There is no question that the provision for the substitution of alternate jurors prior to the submission of the case to the jury is constitutional. During the course of the trial the 12 regular jurors and the alternate jurors are treated similarly in all respects. And since the jurors are not permitted to discuss the case among themselves until it is submitted to them, there is no way in which the defendants' rights could be prejudiced if 1 or more of the 12 jurors are replaced by an alternate juror. Twelve jurors who hear the evidence and are in all respects treated as jurors participate in the deliberations and render a verdict.
In the case at bar, however, the same cannot be said. After the case was submitted to the jury the alternate juror was kept separate and apart from the 12 jurors who were engaged in discussing the evidence and deliberating the verdict. It was only after some five hours of deliberations, when one of the regular jurors was excused, that the alternate juror was permitted to enter the jury room and take part in the discussions. During that five-hour period the alternate "cease[d] to function as a juror."
As a result, the defendants argue, the "alternate juror entered the jury room after the eleven original jurors had sifted the evidence and, in all probability, already formulated their preliminary positions. Most important of all, each of the eleven jurors was aware of the outlooks and positions of the others on the questions presented by the case, and sufficient time had elapsed so that surely the interplay of influences among and between the jurors had come into operation * * * [I]f deliberations had progressed to a stage where the original eleven were in substantial agreement, they were in a position to present a formidable obstacle to the alternate juror's attempts to persuade and convince the eleven remaining original jurors."
The defendants note, in addition, that 13 jurors participated in the deliberations — although only 12 voted and no more than 12 participated at any single time. This, they contend, does not comply with what has been held to be the constitutional guarantee of a common-law jury of 12 ( People v. Mitchell, supra; People v. Cosmo, 205 N.Y. 91; Cancemi v. People, 18 N.Y. 128).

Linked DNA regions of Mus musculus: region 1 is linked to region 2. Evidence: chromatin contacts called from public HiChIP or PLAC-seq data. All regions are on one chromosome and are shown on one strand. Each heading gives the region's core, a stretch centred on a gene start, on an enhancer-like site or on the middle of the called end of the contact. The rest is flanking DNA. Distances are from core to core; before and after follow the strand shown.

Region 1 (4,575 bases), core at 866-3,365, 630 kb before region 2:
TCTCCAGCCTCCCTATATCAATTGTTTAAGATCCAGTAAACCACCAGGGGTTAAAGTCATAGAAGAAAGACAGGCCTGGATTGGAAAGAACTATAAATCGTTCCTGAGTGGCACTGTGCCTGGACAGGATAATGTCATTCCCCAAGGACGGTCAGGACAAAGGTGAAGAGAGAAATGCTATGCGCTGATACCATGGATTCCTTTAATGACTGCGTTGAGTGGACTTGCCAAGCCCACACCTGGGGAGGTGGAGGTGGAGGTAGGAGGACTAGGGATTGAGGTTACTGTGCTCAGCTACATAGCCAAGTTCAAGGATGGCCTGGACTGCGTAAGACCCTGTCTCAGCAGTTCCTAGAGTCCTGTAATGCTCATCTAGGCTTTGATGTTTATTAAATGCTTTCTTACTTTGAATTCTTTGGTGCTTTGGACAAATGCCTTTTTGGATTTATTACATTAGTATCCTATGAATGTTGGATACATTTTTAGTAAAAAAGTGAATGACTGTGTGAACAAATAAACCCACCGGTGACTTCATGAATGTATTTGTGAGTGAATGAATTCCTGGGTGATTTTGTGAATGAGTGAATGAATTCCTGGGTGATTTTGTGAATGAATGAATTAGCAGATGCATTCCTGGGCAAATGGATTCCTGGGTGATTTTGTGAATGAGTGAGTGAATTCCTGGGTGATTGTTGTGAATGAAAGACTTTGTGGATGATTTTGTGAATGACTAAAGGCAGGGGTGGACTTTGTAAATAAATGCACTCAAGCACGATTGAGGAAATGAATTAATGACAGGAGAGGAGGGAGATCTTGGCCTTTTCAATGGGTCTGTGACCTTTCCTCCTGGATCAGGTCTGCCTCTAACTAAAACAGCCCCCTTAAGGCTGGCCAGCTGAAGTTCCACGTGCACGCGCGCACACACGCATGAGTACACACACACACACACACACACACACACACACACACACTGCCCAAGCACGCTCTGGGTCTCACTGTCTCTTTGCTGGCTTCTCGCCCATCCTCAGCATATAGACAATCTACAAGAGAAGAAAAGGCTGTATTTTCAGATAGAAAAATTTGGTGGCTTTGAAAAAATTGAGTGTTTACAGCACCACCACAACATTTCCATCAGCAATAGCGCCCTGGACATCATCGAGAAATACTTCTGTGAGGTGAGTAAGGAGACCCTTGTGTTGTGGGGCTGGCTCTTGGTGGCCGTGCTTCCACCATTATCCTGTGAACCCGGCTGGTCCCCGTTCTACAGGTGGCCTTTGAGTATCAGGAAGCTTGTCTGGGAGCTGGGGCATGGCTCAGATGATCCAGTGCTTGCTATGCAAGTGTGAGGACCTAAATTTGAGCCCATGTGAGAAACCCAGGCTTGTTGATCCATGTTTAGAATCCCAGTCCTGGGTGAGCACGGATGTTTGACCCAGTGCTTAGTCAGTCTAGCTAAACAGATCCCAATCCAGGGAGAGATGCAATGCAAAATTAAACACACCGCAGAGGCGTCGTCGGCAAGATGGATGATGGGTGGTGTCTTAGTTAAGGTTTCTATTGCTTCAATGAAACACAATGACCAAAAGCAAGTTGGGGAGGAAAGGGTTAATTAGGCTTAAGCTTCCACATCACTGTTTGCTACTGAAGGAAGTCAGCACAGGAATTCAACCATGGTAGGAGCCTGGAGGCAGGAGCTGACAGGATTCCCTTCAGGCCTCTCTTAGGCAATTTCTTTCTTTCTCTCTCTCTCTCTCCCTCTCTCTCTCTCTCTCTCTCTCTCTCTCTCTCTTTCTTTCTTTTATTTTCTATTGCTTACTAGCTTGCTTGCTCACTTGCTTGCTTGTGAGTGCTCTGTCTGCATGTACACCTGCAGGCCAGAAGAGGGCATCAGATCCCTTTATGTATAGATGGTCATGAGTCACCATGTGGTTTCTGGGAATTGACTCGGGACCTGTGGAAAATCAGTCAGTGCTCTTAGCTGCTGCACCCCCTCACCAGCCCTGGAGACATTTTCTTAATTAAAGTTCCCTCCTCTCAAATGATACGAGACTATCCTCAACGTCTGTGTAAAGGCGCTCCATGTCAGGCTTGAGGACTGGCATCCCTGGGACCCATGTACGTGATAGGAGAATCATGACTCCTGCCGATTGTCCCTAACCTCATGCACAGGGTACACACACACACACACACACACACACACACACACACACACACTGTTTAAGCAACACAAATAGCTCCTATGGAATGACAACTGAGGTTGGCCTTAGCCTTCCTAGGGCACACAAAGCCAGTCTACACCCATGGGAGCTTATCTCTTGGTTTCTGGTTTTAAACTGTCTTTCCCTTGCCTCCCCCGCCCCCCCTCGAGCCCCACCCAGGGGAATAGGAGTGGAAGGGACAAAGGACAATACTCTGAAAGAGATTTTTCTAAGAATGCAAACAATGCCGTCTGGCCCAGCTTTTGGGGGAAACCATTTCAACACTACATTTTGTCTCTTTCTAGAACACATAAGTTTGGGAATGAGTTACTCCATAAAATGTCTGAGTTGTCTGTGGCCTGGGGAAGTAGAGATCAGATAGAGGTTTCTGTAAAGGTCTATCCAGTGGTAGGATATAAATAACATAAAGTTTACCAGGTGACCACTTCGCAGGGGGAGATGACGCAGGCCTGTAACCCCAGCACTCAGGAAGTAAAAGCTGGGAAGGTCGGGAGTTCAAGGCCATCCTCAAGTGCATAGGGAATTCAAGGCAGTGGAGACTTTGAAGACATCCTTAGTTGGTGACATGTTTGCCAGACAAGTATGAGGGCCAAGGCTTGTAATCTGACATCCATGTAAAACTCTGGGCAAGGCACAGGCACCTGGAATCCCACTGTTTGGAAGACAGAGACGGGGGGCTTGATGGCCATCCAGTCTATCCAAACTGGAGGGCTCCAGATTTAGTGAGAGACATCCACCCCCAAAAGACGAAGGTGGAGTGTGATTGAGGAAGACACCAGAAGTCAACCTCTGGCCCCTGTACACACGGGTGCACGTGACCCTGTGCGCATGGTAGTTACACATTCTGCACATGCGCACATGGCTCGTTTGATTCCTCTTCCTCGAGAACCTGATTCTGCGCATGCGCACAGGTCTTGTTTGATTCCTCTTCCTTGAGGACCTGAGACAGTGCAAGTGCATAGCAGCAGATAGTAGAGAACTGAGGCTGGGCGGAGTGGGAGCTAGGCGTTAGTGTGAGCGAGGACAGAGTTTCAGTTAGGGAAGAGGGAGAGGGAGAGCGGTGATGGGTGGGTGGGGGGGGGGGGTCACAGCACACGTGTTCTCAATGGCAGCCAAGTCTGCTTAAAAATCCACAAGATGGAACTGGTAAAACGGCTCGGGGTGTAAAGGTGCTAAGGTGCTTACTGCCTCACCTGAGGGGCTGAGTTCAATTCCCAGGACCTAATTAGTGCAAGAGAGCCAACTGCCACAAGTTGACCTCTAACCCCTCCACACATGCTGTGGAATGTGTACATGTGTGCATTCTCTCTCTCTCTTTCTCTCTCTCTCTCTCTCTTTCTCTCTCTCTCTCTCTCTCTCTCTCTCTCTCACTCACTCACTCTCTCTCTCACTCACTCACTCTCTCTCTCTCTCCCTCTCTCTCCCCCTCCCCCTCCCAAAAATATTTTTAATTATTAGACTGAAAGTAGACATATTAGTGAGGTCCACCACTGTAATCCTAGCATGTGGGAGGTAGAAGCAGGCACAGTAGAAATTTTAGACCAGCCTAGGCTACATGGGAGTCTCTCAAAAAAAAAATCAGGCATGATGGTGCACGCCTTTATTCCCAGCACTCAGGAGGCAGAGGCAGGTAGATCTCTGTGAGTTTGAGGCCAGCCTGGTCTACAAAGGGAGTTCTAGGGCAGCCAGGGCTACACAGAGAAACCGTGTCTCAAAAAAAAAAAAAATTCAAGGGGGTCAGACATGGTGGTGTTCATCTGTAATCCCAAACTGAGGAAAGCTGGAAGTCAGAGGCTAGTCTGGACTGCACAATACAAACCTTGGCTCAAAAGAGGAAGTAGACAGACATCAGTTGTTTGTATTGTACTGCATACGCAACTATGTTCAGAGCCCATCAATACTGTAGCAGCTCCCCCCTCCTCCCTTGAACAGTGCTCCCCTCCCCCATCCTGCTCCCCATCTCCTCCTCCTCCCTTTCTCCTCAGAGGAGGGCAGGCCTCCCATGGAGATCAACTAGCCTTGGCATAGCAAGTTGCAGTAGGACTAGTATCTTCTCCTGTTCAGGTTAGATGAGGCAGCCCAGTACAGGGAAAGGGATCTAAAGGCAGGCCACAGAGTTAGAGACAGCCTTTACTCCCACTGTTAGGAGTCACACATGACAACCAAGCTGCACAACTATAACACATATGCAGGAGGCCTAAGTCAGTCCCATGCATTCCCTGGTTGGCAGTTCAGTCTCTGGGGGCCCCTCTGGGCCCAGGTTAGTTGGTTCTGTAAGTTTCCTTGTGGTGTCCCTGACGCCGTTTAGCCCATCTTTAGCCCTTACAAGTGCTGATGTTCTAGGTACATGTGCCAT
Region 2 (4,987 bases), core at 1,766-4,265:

The case seems to be one of first impression in this State. The only other jurisdiction in which this procedure has been challenged on constitutional grounds appears to be California. The courts of that State have upheld the provision for substitution of an alternate juror after the case has been submitted to the jury. Unfortunately those cases do not discuss the issue in any depth nor do they indicate the reasoning behind their conclusions. (See People v. Love, 21 Cal.App.2d 623; People v. Lanigan, 22 Cal.2d 569.)
The Federal Rules of Criminal Procedure provide that alternate jurors must be discharged after the case is submitted to the jury (Federal Rules Crim. Pro., rule 24, subd. [c]). And a proposal that substitution be permitted after the case is submitted was rejected after the Supreme Court questioned whether sufficient consideration had been given to its desirability and constitutionality. (See Orfield, Trial Jurors in Federal Criminal Cases, 29 F.R.D. 43, 46; United States v. Virginia Erection Corp., 335 F.2d 868, 871.)
In addition, and perhaps most significant of all, is the fact that CPLR 4106 provides that in civil cases in this State alternate jurors must be discharged after the case is submitted to the jury. The reason that there is no provision for substitution after the case has been submitted to the jury is that the Advisory Committee felt that "It is in only rare situations that the procedure could be used, and it is believed that an alternate juror who enters the jury room after deliberation has begun is not fully qualified to render an intelligent verdict, having missed part of the discussion and consideration which makes up the deliberative process." (Second Prelim. Report of Advisory Committee on Practice and Procedure [N.Y. Legis. Doc., 1958, No. 13], p. 228.) Interestingly enough the Legislature has apparently refused to follow a suggestion of a panel of the Judicial Conference that the statute be amended to allow substitution of alternate jurors after submission of the case to the jury. (See 4 Weinstein-Korn-Miller, N.Y. Civ. Prac., par. 4106.04.)